Over recent weeks I have been looking at different types of music from all around the world.
My old friend George Douglas Holmes (an ethnomusicologist) ignited my interest in traditional music and the origins of the tunes / poems / ballads etc.
Many traditional fifing tunes are a mixture of tunes with a Scottish, Irish, American, English or Ulster origin - sometimes a tune borrowed and embellished somewhat, may be suited to a particular musical instrument therefore it will enrich the tune and that musical tradition.
Here is a tune I have grown fond of (Ye Jacobites by Name) and will adapt it for use with the fife (renaming the tune of course) - accompanied by the lambeg drum.
A bit about the original tune - The poet Robert Burns lived not long after the Jacobite Uprising of 1745/46. Following the conflict, many songs were written, usually in support of the Jacobite cause. But a few were written putting the government/Hanoverian point of view. When Burns was putting together a collection of songs he had found while going round Scotland, he found one of these and wrote his own version. While Burns had expressed sympathy for the French Revolution, he clearly had no liking for the Jacobites.
Friday 11th January 2013 - wonderful news arrived through the post via a letter from Dr. David Hume MBE, Director of Services at the Grand Orange Lodge of Ireland, informing us, Loughries True Blues LOL 1948 - that we had been nominated in the category for 'Best New Banner Award.
This award is part of a series of awards handed out at at the annual Orange Community Awards affectionately known as 'The Grands'.
This year the ceremony will take place on Saturday 26th January 2013 at 7.30pm in the Waterside Theatre in Londondery.
Here is Loughries New Banner which was unveiled on Saturday 9th June 2012 in Newtownards.
During some family research I looked into my Grandfather
John (Johnny) Anderson life, along with his brother William Anderson.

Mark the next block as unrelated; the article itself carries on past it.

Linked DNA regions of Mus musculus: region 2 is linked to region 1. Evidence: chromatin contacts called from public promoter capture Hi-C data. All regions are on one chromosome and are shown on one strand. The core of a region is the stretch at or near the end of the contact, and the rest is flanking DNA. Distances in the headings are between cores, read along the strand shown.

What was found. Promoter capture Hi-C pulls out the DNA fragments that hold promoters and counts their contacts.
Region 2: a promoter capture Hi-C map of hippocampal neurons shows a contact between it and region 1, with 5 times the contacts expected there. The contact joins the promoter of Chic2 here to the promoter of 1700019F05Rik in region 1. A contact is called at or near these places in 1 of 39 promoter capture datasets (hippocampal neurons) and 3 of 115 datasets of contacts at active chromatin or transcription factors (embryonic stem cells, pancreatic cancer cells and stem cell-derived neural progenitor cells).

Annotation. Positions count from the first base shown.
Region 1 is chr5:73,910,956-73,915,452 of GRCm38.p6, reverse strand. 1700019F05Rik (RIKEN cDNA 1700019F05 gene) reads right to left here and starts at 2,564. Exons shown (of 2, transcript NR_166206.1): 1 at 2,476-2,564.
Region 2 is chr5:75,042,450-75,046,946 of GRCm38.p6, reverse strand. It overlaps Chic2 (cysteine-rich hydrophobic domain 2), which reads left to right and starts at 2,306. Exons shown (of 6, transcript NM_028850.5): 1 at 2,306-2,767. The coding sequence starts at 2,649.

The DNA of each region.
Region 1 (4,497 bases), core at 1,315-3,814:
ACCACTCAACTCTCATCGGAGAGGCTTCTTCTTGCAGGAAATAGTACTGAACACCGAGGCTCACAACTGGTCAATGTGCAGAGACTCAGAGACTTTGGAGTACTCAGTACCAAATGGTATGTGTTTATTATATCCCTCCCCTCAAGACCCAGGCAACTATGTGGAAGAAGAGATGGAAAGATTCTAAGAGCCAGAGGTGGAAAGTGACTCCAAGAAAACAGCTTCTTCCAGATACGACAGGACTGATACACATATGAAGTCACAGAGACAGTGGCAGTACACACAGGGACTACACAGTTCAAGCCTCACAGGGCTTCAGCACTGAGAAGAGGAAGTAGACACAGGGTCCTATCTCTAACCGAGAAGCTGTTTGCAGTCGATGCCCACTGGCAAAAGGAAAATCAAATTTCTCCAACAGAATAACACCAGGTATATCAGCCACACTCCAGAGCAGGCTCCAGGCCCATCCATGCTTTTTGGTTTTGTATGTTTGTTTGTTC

I found a document Army Form B 59 - Army Reserve (Special
Reservists). Grandad Johnny signed his name on the document, however I found
the wording of his 'Oath to be taken by recruit on Astestation' most
"IJohn Anderson swear by Almighty God that I will be
faithful and bear true allegiance to His Majesty King George Fifth, His Heirs
and Successors and that I will as in duty bound, honesty and faithfully defend
His Majesty, His Heirs and Successors in Person, Crown and Dignity, against all
enemies and will observe and obey all orders of His Majesty, His Heirs and
Successors and of the Generals and Officers not over me. So help me God'.
Non-ceremonial flag of the British Army
United Kingdom of
Great Britain and Ireland (1801–1921)
This is my first post in 2013 - so happy New Year to one and all.
As a boy, into my youth then into my adult years I was a fanatical Ards supporter - following them near and far, win, loose or draw - sadly in recent years my visits to support Ards have somewhat diminished.
For Christmas as part of my Santa list I added Ards Football Club - 30 Memorable Matches to the list, and I was not disappointed as true to form Santa had delivered this book.
Adrain and I have friends for many, many years, visiting Ards matches, Chelsea matches and the ocassional Ireland rugby games together (Adrian if you read this - you are big men from the north)!
Having glanced through the book over Christmas it has brought back so many wonderful memories....... I look forward to some enjoyable bedtime reading in the coming few weeks .